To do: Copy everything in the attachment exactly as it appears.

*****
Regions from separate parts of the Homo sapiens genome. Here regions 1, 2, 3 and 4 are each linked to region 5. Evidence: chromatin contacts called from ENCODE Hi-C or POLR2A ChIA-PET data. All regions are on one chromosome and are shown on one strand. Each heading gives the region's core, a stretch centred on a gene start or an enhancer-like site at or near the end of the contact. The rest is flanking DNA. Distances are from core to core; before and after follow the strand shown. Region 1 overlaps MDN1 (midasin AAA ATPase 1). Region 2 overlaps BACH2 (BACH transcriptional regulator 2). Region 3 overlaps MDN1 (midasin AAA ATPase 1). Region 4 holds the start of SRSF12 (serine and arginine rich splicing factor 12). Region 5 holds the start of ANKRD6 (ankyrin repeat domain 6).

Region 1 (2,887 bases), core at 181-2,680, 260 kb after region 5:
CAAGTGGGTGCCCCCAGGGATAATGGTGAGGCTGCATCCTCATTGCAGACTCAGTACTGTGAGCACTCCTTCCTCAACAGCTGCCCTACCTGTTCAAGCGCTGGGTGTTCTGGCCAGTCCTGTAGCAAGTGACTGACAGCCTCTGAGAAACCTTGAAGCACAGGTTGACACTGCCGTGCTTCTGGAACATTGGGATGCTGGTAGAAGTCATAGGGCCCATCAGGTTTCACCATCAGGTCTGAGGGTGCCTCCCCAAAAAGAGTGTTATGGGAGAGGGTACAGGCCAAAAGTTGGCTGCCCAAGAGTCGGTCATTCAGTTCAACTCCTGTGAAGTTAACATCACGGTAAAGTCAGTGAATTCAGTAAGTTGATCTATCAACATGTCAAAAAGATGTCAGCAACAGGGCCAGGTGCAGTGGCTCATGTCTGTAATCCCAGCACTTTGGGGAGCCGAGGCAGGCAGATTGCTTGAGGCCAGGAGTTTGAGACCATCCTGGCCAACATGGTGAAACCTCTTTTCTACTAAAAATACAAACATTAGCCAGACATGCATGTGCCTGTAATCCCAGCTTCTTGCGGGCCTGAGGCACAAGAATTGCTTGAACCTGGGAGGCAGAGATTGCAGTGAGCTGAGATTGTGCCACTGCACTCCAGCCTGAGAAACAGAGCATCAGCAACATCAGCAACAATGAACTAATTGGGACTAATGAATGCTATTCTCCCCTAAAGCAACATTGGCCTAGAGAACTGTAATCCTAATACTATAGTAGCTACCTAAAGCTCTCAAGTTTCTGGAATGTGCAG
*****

Regions from separate parts of the Homo sapiens genome. Here regions 1, 2, 3 and 4 are each linked to region 5. Evidence: chromatin contacts called from ENCODE Hi-C or POLR2A ChIA-PET data. All regions are on one chromosome and are shown on one strand. Each heading gives the region's core, a stretch centred on a gene start or an enhancer-like site at or near the end of the contact. The rest is flanking DNA. Distances are from core to core; before and after follow the strand shown. Region 1 overlaps MDN1 (midasin AAA ATPase 1). Region 2 overlaps BACH2 (BACH transcriptional regulator 2). Region 3 overlaps MDN1 (midasin AAA ATPase 1). Region 4 holds the start of SRSF12 (serine and arginine rich splicing factor 12). Region 5 holds the start of ANKRD6 (ankyrin repeat domain 6).

Region 1 (2,887 bases), core at 181-2,680, 260 kb after region 5:
CAAGTGGGTGCCCCCAGGGATAATGGTGAGGCTGCATCCTCATTGCAGACTCAGTACTGTGAGCACTCCTTCCTCAACAGCTGCCCTACCTGTTCAAGCGCTGGGTGTTCTGGCCAGTCCTGTAGCAAGTGACTGACAGCCTCTGAGAAACCTTGAAGCACAGGTTGACACTGCCGTGCTTCTGGAACATTGGGATGCTGGTAGAAGTCATAGGGCCCATCAGGTTTCACCATCAGGTCTGAGGGTGCCTCCCCAAAAAGAGTGTTATGGGAGAGGGTACAGGCCAAAAGTTGGCTGCCCAAGAGTCGGTCATTCAGTTCAACTCCTGTGAAGTTAACATCACGGTAAAGTCAGTGAATTCAGTAAGTTGATCTATCAACATGTCAAAAAGATGTCAGCAACAGGGCCAGGTGCAGTGGCTCATGTCTGTAATCCCAGCACTTTGGGGAGCCGAGGCAGGCAGATTGCTTGAGGCCAGGAGTTTGAGACCATCCTGGCCAACATGGTGAAACCTCTTTTCTACTAAAAATACAAACATTAGCCAGACATGCATGTGCCTGTAATCCCAGCTTCTTGCGGGCCTGAGGCACAAGAATTGCTTGAACCTGGGAGGCAGAGATTGCAGTGAGCTGAGATTGTGCCACTGCACTCCAGCCTGAGAAACAGAGCATCAGCAACATCAGCAACAATGAACTAATTGGGACTAATGAATGCTATTCTCCCCTAAAGCAACATTGGCCTAGAGAACTGTAATCCTAATACTATAGTAGCTACCTAAAGCTCTCAAGTTTCTGGAATGTGCAG